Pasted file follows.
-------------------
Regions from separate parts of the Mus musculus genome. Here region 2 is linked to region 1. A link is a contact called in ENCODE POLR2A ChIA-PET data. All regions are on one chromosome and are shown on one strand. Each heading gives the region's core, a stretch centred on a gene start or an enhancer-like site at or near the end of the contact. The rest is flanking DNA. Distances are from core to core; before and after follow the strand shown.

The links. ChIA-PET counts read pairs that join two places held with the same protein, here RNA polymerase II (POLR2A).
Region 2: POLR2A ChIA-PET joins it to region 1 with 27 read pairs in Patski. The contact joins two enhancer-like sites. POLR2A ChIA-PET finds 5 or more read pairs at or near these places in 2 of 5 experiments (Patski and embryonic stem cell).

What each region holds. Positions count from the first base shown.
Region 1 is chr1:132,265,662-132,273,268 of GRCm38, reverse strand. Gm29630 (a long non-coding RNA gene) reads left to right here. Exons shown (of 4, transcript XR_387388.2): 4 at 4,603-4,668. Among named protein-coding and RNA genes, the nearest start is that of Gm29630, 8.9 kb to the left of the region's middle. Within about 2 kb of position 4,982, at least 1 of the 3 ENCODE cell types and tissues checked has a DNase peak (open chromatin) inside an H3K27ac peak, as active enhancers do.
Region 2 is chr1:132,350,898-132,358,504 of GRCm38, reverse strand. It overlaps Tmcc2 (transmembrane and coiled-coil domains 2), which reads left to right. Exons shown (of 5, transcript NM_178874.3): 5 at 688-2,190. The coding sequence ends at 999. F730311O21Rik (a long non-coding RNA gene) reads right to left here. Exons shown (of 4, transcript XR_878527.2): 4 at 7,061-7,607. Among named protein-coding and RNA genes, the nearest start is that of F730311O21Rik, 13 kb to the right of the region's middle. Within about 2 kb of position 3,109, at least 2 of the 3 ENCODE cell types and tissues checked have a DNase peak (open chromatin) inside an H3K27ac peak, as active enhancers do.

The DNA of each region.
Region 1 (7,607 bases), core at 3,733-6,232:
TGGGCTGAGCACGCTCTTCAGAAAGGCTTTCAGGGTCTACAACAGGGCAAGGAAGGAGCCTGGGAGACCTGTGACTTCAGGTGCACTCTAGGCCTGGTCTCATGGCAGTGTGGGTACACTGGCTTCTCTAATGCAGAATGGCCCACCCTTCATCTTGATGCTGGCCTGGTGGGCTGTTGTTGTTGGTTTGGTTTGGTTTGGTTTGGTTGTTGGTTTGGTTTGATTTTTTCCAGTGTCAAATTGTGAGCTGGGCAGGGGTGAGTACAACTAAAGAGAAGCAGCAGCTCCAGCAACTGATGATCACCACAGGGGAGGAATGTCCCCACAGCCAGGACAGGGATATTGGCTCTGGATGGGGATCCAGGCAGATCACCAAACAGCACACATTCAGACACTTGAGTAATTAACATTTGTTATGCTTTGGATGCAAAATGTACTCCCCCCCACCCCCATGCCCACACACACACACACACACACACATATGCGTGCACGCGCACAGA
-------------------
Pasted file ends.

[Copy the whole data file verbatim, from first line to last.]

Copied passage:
Regions from separate parts of the Mus musculus genome. Here region 2 is linked to region 1. A link is a contact called in ENCODE POLR2A ChIA-PET data. All regions are on one chromosome and are shown on one strand. Each heading gives the region's core, a stretch centred on a gene start or an enhancer-like site at or near the end of the contact. The rest is flanking DNA. Distances are from core to core; before and after follow the strand shown.

The links. ChIA-PET counts read pairs that join two places held with the same protein, here RNA polymerase II (POLR2A).
Region 2: POLR2A ChIA-PET joins it to region 1 with 27 read pairs in Patski. The contact joins two enhancer-like sites. POLR2A ChIA-PET finds 5 or more read pairs at or near these places in 2 of 5 experiments (Patski and embryonic stem cell).

What each region holds. Positions count from the first base shown.
Region 1 is chr1:132,265,662-132,273,268 of GRCm38, reverse strand. Gm29630 (a long non-coding RNA gene) reads left to right here. Exons shown (of 4, transcript XR_387388.2): 4 at 4,603-4,668. Among named protein-coding and RNA genes, the nearest start is that of Gm29630, 8.9 kb to the left of the region's middle. Within about 2 kb of position 4,982, at least 1 of the 3 ENCODE cell types and tissues checked has a DNase peak (open chromatin) inside an H3K27ac peak, as active enhancers do.
Region 2 is chr1:132,350,898-132,358,504 of GRCm38, reverse strand. It overlaps Tmcc2 (transmembrane and coiled-coil domains 2), which reads left to right. Exons shown (of 5, transcript NM_178874.3): 5 at 688-2,190. The coding sequence ends at 999. F730311O21Rik (a long non-coding RNA gene) reads right to left here. Exons shown (of 4, transcript XR_878527.2): 4 at 7,061-7,607. Among named protein-coding and RNA genes, the nearest start is that of F730311O21Rik, 13 kb to the right of the region's middle. Within about 2 kb of position 3,109, at least 2 of the 3 ENCODE cell types and tissues checked have a DNase peak (open chromatin) inside an H3K27ac peak, as active enhancers do.

The DNA of each region.
Region 1 (7,607 bases), core at 3,733-6,232:
TGGGCTGAGCACGCTCTTCAGAAAGGCTTTCAGGGTCTACAACAGGGCAAGGAAGGAGCCTGGGAGACCTGTGACTTCAGGTGCACTCTAGGCCTGGTCTCATGGCAGTGTGGGTACACTGGCTTCTCTAATGCAGAATGGCCCACCCTTCATCTTGATGCTGGCCTGGTGGGCTGTTGTTGTTGGTTTGGTTTGGTTTGGTTTGGTTGTTGGTTTGGTTTGATTTTTTCCAGTGTCAAATTGTGAGCTGGGCAGGGGTGAGTACAACTAAAGAGAAGCAGCAGCTCCAGCAACTGATGATCACCACAGGGGAGGAATGTCCCCACAGCCAGGACAGGGATATTGGCTCTGGATGGGGATCCAGGCAGATCACCAAACAGCACACATTCAGACACTTGAGTAATTAACATTTGTTATGCTTTGGATGCAAAATGTACTCCCCCCCACCCCCATGCCCACACACACACACACACACACACATATGCGTGCACGCGCACAGA